Tagliabue, Upshaw appear; NBA up next
WASHINGTON -- Looking up at dozens of empty black leather chairs and a lone lawmaker, a former NFL player testified to Congress about his use of steroids and how that might have contributed to his heart disease.
As someone out of pro football for two decades, Steve Courson said he couldn't address whether steroid use is prevalent today.
In a hearing that produced far less theater, attention and acrimony than last month's look at steroids in Major League Baseball, House lawmakers who are skeptical that professional leagues are doing enough moved forward Wednesday in their work toward a law setting drug-testing rules for major U.S. sports.
|“||How is the average American supposed to look at the size, strength and speed of today's NFL linebackers and not conclude that they might be taking performance-enhancing drugs? ”|
|— Rep. Tom Davis, R-Va.|
NFL commissioner Paul Tagliabue told the House Government Reform Committee that such legislation would be a mistake.
"When it comes to process and other considerations, including discipline, we can deal with our own sport better than a uniform standard, which in many cases can become the lowest common denominator," he said.
Worried that steroid use among pro athletes encourages youths to try the drugs, the committee is examining the testing policies of more than a half-dozen sports.
"How is the average American supposed to look at the size, strength and speed of today's NFL linebackers and not conclude that they might be taking performance-enhancing drugs?" asked committee chairman, Rep. Tom Davis, R-Va.
Said Tagliabue: "We don't feel that there is rampant cheating in our sport."
The proceedings were not as contentious as on March 17, when Mark McGwire, Sammy Sosa and other current and former baseball stars were compelled to appear and faced direct questions about whether they and other players used steroids. Baseball commissioner Bud Selig, also a witness, was roundly criticized for his sport's policy, which lawmakers said was too lenient.
On Wednesday, the committee never heard an estimate of how widespread steroid use might be in the NFL, in part, perhaps, because they didn't have many players to ask.
Only two NFL players -- both retired -- were present. One was Hall of Famer Gene Upshaw, who retired from the game in 1982 and was invited because he is chief executive of the NFL Players Association.
The other was Courson, an offensive lineman for the Pittsburgh Steelers and Tampa Bay Buccaneers from 1978-85. He was on a heart transplant list for four years but credited diet and exercise with reversing the condition.
In a hearing room where all but one congressman left because of a floor vote, he said steroid use in the NFL began in the 1960s and was prevalent in his day.
But asked by the committee's top Democrat, Rep. Henry Waxman of California, what percentage of pro football players use steroids today, Courson said: "That would be very hard for me to determine. I've been out of the game for 20 years."
Rep. Stephen Lynch, D-Mass., said if Congress was "serious about investigating steroid use among football players today," lawmakers should hear from current players.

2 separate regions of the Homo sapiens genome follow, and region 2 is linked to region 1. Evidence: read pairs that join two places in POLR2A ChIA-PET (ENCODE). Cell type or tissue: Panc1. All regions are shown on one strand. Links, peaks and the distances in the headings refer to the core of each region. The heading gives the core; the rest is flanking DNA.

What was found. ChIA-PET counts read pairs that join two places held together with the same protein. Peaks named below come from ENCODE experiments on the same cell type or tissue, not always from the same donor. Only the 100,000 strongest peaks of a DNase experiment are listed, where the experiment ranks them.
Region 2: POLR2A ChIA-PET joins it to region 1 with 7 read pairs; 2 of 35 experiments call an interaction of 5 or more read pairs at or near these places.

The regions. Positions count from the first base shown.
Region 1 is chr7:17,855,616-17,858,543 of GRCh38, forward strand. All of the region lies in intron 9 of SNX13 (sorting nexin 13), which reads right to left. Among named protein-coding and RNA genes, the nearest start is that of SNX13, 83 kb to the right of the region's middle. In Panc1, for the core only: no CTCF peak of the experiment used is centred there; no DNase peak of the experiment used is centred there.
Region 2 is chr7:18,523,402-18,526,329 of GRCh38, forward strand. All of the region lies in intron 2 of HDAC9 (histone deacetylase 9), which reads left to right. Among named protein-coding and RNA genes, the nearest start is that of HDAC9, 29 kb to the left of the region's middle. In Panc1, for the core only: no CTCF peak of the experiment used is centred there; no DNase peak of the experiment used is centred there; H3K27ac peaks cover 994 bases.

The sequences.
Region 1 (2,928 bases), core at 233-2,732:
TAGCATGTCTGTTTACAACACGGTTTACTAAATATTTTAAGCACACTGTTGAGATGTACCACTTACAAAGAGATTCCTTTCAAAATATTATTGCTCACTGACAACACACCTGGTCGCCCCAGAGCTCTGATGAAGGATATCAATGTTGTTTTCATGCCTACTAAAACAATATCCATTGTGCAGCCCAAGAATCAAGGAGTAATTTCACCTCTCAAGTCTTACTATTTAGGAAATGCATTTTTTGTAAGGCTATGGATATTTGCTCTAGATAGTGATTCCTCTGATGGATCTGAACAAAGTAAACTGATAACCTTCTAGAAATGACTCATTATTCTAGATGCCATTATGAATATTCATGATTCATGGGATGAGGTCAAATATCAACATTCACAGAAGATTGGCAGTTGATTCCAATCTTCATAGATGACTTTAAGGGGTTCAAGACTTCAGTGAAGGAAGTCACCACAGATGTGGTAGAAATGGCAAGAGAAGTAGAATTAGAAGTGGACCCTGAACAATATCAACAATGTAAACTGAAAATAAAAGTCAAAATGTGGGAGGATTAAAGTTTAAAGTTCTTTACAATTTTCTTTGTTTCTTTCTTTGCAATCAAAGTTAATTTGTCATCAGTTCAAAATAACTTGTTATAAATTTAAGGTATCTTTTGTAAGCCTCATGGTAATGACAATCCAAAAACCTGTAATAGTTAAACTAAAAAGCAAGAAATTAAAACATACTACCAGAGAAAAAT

Davis promised more hearings and said the NBA will be next.
NBA commissioner David Stern said the league "absolutely" would testify if asked, although he noted there are time constraints right now, with the playoffs and labor negotiations.
Those talks between the league and its players' union include the possibility of expanded testing for performance-enhancing drugs, Stern said at the Wizards-Bulls playoff game in Chicago.
The NBA joined the NHL, Major League Soccer, the ATP and other sports bodies in turning over requested documents about its drug-testing policy to the committee two weeks ago.
Davis said he and Waxman are working with Sen. John McCain, R-Ariz., on legislation that would put sports' banned substance lists and testing protocols under the auspices of the White House drug chief, but might leave penalties up to the leagues.
Yet Congress has shown over the years a reluctance to legislate professional sports policy.
"Let everybody compete under the same rules and the same platforms and that's what an across-the-board policy does," Davis said after the hearing.
The NFL began testing in 1987, added suspensions in 1989, and instituted year-round random testing in 1990. Fifty-four players have been suspended, and Tagliabue said an additional 57 retired after testing positive. A first offense carries a four-game ban.
On the eve of the hearing, the NFL announced it is tripling from two to six the number of random offseason tests that players can face. The league is also adding to its list of banned performance-enhancers.
"We would be naive to not be aware that there are people out there who are trying to stay ahead of the curve," Upshaw said. "As soon as we find out about something, we do something about it."
Lawmakers generally praised the NFL for its cooperation. More than one committee member said the hearing was a "breath of fresh air" compared to the session with Major League Baseball.
Still, lawmakers asked 10 witnesses whether the size of today's NFL players is evidence of steroid use. They criticized football's penalties as too lenient and asked whether amphetamines should be banned and when growth hormone will be tested for.
And they asked about a CBS report that a South Carolina doctor wrote steroid prescriptions in 2003 for three Carolina Panthers who played in that season's Super Bowl. Tagliabue said the league is investigating.
"The percentage of NFL players who test positive for steroids is very low," Waxman said. "Is this because the policy is working or is this because players have figured out how to avoid detection?"
He never got a direct answer.
Copyright 2005 by The Associated Press
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